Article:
• Sublist: Deep & Wide

Posted by: kidhelper on Monday, January 16th, 2012

Sublist: Deep & Wide

Having a two dimensional Substitute List is the long-term solution to all your Recruiting needs. The chronic weekend cancellations of your volunteers can be adequately dealt with, if you have a Sublist that is both deep and wide.

A Deep Sublist is one that is constantly growing longer. It is a dynamic list that you are actively expanding every week. You are looking for persons: who you want on your team, who enjoy you, the church, children and those you enjoy—namely, you want a relationship with them.

A Wide Sublist is one that comprised of those who can sub in varying amounts of time. It includes those willing to visit, chaperone, help, assist, lead something, teach or be a utility player (one who is willing to help you with any group, anywhere, at almost any time).

What makes this Deep and Wide Sublist work is the deliberate weekly effort to expand and work with all those on this list. Some will rotate in and out of the lineup. Others will be assigned monthly, biweekly or even just quarterly. The goal is actively work on and monitor this list.

This is not an immediate recruiting solution. This is a long-term effort to move people towards more involvement with your encouragement and resources, so they become confident, trained and more responsible for some aspect of children’s ministry.

You may have to personally work with and supervise a volunteer for a while before you actually “recruit” them to fulfill some staff position, which requires a background check. This would be your preliminary assessment time for some, but for others (who are willing) they jump right into the background check. You just have to feel your way along, but under your watchful eye. This is the recommendation until you have Master Teachers who are assigned this evaluation process with new volunteers.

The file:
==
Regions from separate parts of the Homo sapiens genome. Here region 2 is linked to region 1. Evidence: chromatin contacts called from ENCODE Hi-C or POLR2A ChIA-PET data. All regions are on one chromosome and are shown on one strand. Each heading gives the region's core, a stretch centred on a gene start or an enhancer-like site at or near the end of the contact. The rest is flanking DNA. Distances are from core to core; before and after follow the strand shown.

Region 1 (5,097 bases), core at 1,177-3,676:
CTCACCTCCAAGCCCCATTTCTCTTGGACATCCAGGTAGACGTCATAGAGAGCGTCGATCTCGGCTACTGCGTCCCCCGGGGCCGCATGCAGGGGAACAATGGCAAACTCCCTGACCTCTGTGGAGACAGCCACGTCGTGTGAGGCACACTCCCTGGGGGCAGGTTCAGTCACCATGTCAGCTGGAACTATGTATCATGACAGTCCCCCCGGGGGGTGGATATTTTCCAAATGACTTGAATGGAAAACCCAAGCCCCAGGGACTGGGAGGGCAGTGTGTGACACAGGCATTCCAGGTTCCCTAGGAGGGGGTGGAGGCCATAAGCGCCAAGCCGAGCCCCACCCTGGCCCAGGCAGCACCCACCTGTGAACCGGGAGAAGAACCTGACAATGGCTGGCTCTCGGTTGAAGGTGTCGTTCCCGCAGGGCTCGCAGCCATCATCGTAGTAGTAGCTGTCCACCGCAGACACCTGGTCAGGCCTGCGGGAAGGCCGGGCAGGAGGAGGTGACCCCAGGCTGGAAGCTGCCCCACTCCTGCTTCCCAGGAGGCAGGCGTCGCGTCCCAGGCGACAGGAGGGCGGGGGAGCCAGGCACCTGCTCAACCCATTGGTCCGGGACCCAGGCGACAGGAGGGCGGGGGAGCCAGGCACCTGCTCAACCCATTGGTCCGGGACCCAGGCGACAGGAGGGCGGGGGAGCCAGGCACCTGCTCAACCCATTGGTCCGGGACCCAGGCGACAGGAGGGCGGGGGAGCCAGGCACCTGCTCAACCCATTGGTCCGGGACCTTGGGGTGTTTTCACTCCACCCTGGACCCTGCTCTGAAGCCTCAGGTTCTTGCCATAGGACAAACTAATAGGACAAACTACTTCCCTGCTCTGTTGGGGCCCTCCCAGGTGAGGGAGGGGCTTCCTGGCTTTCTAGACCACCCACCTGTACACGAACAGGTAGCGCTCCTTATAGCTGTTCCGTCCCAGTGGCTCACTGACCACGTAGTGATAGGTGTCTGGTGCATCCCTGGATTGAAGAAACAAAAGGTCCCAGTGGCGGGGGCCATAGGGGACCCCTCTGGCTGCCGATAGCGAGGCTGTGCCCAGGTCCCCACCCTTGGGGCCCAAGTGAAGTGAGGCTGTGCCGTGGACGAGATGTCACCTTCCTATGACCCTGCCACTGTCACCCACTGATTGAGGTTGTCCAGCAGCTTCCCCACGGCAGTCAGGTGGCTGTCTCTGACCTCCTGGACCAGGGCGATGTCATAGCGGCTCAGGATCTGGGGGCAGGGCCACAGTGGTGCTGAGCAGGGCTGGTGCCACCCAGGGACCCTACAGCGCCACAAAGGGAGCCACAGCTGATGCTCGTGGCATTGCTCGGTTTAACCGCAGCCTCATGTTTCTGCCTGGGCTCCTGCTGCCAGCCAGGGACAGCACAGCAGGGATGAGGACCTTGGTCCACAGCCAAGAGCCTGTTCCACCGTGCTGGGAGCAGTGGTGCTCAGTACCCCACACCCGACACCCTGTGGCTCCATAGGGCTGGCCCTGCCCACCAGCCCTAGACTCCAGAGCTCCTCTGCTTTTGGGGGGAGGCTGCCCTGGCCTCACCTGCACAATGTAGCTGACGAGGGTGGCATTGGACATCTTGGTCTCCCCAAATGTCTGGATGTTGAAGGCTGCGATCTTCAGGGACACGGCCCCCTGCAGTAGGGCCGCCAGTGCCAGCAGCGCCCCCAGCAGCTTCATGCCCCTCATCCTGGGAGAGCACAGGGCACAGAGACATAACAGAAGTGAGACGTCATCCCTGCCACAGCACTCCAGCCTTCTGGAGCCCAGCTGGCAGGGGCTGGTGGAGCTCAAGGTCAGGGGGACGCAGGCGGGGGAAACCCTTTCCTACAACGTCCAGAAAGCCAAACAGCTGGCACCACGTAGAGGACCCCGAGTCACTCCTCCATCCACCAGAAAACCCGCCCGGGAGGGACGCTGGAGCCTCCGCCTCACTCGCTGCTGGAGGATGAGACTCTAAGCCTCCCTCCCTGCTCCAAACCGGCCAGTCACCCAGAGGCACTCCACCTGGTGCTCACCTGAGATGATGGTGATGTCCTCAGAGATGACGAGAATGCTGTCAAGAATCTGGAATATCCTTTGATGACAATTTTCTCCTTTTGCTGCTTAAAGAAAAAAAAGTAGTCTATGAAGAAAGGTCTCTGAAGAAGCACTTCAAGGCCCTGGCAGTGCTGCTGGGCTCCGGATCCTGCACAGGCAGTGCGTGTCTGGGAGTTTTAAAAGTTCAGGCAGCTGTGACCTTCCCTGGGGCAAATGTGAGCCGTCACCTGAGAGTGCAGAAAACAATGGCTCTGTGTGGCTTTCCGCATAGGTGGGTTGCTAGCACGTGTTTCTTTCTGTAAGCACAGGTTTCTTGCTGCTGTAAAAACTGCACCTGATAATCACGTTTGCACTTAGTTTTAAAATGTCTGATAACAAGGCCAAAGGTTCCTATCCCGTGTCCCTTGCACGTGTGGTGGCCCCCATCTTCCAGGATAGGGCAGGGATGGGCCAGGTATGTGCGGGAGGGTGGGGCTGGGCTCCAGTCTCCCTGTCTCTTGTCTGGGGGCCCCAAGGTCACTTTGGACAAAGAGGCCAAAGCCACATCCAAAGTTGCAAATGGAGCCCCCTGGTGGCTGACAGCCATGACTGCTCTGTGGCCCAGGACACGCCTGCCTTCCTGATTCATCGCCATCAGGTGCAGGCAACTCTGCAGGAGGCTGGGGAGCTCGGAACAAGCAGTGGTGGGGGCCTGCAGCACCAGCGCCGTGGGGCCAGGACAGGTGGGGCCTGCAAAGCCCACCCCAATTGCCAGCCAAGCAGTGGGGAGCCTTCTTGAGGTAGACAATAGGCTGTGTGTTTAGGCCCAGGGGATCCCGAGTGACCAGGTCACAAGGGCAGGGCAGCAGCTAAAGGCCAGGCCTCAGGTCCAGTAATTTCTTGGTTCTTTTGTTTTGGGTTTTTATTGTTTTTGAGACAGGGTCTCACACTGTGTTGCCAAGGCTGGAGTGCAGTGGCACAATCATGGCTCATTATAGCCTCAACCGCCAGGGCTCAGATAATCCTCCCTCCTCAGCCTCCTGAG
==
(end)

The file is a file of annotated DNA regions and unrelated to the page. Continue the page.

Here are Six Observations that can help you develop this Deep & Wide Sublist Idea.

  1. It involves what I call Near Recruiting. This is concept that you do not recruit up front. Instead you appeal to them to join your team and ask them if they would be willing to be involved, just be around the program with you. You would like to introduce them to your program. They will be shocked that you are not really asking them for a position, even though they might assess that you need some staff
  2. This approach is really a Relational Approach. You begin to get to know them and befriend them. They get to know you, all the while you do not recruit, per se, rather, you negotiate for their involvement. Let them see what you are doing and learn how things work. Impress them.
  3. The Children will win them over. If they like kids and kids like them, you are more likely to move them along in your program over time. Debrief their experience.
  4. This Orientation Approach is a process. However, it allows you some time to expose them to both the training and support that comes with being on your team. (See Volunteer Benefit Package) When people find out all that is involved in your relational team approach they will be begging you to join your team. They will want it too.
  5. The Monitoring Worksheet is a ledger-like paper that has thirteen columns. You have your list of names on the left. Then you design a scheduling code for the kinds of involvement in each weekly column, for a quarter’s worth of Sundays. Design similiar Sublist Worksheets for all programs.
  6. Design simple Monitoring Codes. Some I have used: T is for teacher. A is Assist or Aid (usually a note, like crafts, snacks). V is for Visit. H is for Helper. C is for Chaperone. UP is for Utility Player (available anywhere, any age or some ages only, any times?). LT is for Lead Teacher.

If your Sublist is Deep & Wide you might never have to appeal for volunteers from the pulpit again. You just recruit from the relationships catalogued in your working Sublist.

Challenge: Create your Deep & Wide Sublist!



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